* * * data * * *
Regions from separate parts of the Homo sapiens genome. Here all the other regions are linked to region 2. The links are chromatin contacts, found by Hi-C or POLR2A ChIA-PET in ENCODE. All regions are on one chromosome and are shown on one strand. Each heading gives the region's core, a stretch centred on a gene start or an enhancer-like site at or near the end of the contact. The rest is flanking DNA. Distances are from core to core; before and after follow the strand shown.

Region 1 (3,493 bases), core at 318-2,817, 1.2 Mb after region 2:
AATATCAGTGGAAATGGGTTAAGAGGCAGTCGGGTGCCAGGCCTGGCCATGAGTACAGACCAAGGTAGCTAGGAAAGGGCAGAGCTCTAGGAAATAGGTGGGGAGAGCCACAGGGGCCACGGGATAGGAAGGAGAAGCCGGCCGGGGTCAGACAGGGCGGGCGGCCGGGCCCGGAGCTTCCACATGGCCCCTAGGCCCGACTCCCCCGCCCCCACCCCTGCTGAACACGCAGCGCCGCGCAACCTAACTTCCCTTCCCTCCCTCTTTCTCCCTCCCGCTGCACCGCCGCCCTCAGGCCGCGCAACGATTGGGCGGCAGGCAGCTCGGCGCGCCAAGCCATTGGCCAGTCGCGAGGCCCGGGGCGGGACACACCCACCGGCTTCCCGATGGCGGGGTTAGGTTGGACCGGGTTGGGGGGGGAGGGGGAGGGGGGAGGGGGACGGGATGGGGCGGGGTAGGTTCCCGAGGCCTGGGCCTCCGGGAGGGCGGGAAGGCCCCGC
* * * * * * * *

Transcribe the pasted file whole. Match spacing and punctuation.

Regions from separate parts of the Homo sapiens genome. Here all the other regions are linked to region 2. The links are chromatin contacts, found by Hi-C or POLR2A ChIA-PET in ENCODE. All regions are on one chromosome and are shown on one strand. Each heading gives the region's core, a stretch centred on a gene start or an enhancer-like site at or near the end of the contact. The rest is flanking DNA. Distances are from core to core; before and after follow the strand shown.

Region 1 (3,493 bases), core at 318-2,817, 1.2 Mb after region 2:
AATATCAGTGGAAATGGGTTAAGAGGCAGTCGGGTGCCAGGCCTGGCCATGAGTACAGACCAAGGTAGCTAGGAAAGGGCAGAGCTCTAGGAAATAGGTGGGGAGAGCCACAGGGGCCACGGGATAGGAAGGAGAAGCCGGCCGGGGTCAGACAGGGCGGGCGGCCGGGCCCGGAGCTTCCACATGGCCCCTAGGCCCGACTCCCCCGCCCCCACCCCTGCTGAACACGCAGCGCCGCGCAACCTAACTTCCCTTCCCTCCCTCTTTCTCCCTCCCGCTGCACCGCCGCCCTCAGGCCGCGCAACGATTGGGCGGCAGGCAGCTCGGCGCGCCAAGCCATTGGCCAGTCGCGAGGCCCGGGGCGGGACACACCCACCGGCTTCCCGATGGCGGGGTTAGGTTGGACCGGGTTGGGGGGGGAGGGGGAGGGGGGAGGGGGACGGGATGGGGCGGGGTAGGTTCCCGAGGCCTGGGCCTCCGGGAGGGCGGGAAGGCCCCGC